EXCERPT FROM CHAPTER 2−“AFFLICTED DELIBERATIONS,” OF IVAN’S NOW PUBLISHED BOOK:
DOMESTIC GENOCIDE: THE INSTITUTIONALIZATION OF SOCIETY
In a world where egos rise in thin air and life evaporates like oxygen, love-hate and trust-betrayal are siblings rivaling the conscience of the individual entertaining the pains of poverty. Vice filled, the social environment created in the ghetto will likely split, weaken, or destroy convictions. They tend to fall into a gray area and most times sway when encouraged by demands for survival. Where loyalty can be found, trifling disagreement will tarnish. I love you today fuck you tomorrow! As for boundaries? There aren’t any with respect to what is or is not acceptable to survive. For, necessity knows no law. The wretched affects of poverty have rendered us insensitive to the feelings and well-being of others. Thus, the first law of nature is self-preservation, which becomes paramount. We have been conditioned to be indifferent. Any person or thing that hinders an abrupt detachment is considered a weakness. One that could very well cost us our life. For its well understood in order to increase our odds of survival in this jungle, we have to play the cards dealt for what they are worth because death stalks the ill equipped.
As if an animal on the attack, our instincts beget life and death for one or the other. Life for many has no immediate future so the decision to engage in death threatening activity is commonplace. We prey on each other with ill-conceived convictions manipulated by faces we’ll never see. The rules we live by will prove transparent, if not downright cannibalistic. Not everyone who entertains them has taken covenant with consequences of the Game. Like any Game you play eventually it’s “GAME OVER.” The inquisitive, unfortunately, will endure the ups and downs before arriving at this conclusion. By not taking heed we will thrive to survive in an environment without rule or respect. Except where the influence of Smith Wesson can be found, we’ll die respecting a bullet to the head.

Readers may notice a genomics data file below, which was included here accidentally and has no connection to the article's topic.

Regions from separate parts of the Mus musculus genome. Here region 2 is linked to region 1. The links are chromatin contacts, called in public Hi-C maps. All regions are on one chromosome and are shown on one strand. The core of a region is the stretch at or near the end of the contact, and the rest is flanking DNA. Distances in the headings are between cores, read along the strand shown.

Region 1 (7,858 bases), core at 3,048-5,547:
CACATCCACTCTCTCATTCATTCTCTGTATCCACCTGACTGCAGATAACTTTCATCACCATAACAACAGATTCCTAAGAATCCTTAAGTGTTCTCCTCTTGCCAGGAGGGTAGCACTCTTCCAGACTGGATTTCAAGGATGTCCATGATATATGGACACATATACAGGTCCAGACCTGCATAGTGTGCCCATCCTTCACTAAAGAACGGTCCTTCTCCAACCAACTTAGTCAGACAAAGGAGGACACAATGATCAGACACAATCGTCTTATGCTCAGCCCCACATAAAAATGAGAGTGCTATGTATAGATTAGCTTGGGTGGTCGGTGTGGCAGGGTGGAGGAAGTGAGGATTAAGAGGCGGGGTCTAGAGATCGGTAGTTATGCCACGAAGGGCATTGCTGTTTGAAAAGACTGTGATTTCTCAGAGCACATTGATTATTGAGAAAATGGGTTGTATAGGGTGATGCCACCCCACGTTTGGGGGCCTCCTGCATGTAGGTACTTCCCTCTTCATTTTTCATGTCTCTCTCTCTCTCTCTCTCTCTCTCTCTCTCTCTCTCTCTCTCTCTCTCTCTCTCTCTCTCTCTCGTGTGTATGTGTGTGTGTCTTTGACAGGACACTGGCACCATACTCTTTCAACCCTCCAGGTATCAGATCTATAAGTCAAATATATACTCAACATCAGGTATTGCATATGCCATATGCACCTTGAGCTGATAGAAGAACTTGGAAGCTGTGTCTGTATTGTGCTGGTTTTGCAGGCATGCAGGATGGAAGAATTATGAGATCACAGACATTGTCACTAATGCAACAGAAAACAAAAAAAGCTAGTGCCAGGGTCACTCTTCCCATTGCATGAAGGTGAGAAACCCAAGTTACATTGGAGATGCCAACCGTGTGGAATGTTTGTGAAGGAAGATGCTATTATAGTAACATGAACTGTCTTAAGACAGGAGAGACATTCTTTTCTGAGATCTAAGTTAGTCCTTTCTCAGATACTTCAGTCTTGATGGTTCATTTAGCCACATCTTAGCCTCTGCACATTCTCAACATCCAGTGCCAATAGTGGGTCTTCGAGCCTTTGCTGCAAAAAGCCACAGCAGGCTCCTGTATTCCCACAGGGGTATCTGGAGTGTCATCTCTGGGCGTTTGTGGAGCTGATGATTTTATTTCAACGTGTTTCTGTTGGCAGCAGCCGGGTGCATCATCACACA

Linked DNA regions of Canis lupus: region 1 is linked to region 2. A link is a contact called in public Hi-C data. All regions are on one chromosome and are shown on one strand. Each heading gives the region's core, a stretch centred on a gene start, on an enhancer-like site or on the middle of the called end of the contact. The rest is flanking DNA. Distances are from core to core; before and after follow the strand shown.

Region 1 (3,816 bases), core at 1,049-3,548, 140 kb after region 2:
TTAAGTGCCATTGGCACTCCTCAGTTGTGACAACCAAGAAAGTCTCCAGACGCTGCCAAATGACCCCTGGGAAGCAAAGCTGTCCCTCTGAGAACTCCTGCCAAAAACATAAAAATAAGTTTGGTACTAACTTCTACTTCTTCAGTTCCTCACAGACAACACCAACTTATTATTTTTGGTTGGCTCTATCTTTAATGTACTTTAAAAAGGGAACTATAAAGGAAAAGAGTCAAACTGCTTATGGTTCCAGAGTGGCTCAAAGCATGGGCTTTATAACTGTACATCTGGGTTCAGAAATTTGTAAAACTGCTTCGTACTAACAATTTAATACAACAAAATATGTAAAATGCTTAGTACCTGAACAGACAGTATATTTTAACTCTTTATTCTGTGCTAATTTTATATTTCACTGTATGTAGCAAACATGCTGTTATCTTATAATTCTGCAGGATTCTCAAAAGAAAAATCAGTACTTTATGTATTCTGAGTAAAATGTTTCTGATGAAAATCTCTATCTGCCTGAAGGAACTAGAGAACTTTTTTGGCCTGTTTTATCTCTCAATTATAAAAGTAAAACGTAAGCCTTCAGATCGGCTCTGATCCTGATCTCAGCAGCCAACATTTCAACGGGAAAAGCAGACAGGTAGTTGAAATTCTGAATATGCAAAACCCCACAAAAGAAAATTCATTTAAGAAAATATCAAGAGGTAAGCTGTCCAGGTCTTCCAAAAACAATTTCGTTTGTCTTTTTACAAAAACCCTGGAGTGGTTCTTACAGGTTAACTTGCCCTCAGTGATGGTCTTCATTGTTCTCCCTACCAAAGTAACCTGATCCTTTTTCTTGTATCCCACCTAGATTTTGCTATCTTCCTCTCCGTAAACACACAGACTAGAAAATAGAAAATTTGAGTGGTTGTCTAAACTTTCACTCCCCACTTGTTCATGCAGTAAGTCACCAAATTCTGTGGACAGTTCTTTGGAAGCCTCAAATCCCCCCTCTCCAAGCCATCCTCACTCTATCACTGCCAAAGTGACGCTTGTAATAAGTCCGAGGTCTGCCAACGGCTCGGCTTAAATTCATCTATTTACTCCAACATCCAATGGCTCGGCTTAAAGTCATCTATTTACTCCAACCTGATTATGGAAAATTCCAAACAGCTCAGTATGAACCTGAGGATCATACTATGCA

Sadly for many of us, our views tend not to be very adult-like. In fact, they tend not to reflect the true world accurately. This is so because much of our early intellectual and moral development has been distorted by the environment. Therefore, many of us never reach the point of maturity as adults who intellectualize our choices and relationships with others. We are stunted by prison or death. Our life experiences are cut short at puberty. Our concepts of manhood are skewed. As time passes and we become institutionalized by prison, for example, fear comes to dominate our spirit. It makes us timid in face of adversity.
Fear, needless to say, is an emotion that consequentially controls and often paralyzes behavior. It holds us captive to our environment. And while it can be just as equally a motivator (e.g., a powerful currency in the minds of unscrupulous politicians), it is unlikely to be so in the context in which I’m speaking because
[n]egative acts and negative thoughts originate in fear. To the extent that fear of betrayal by another person, for instance, or of violation within a relationship, or of being taken advantage of financially has authority within [us], it determines the extent to which [we] will behave in negative ways. Faith in anything, be it positive or negative, produces results. Putting faith in fear generates destructive results, beginning with the disintegration of [our] ability to relate confidently to the external world.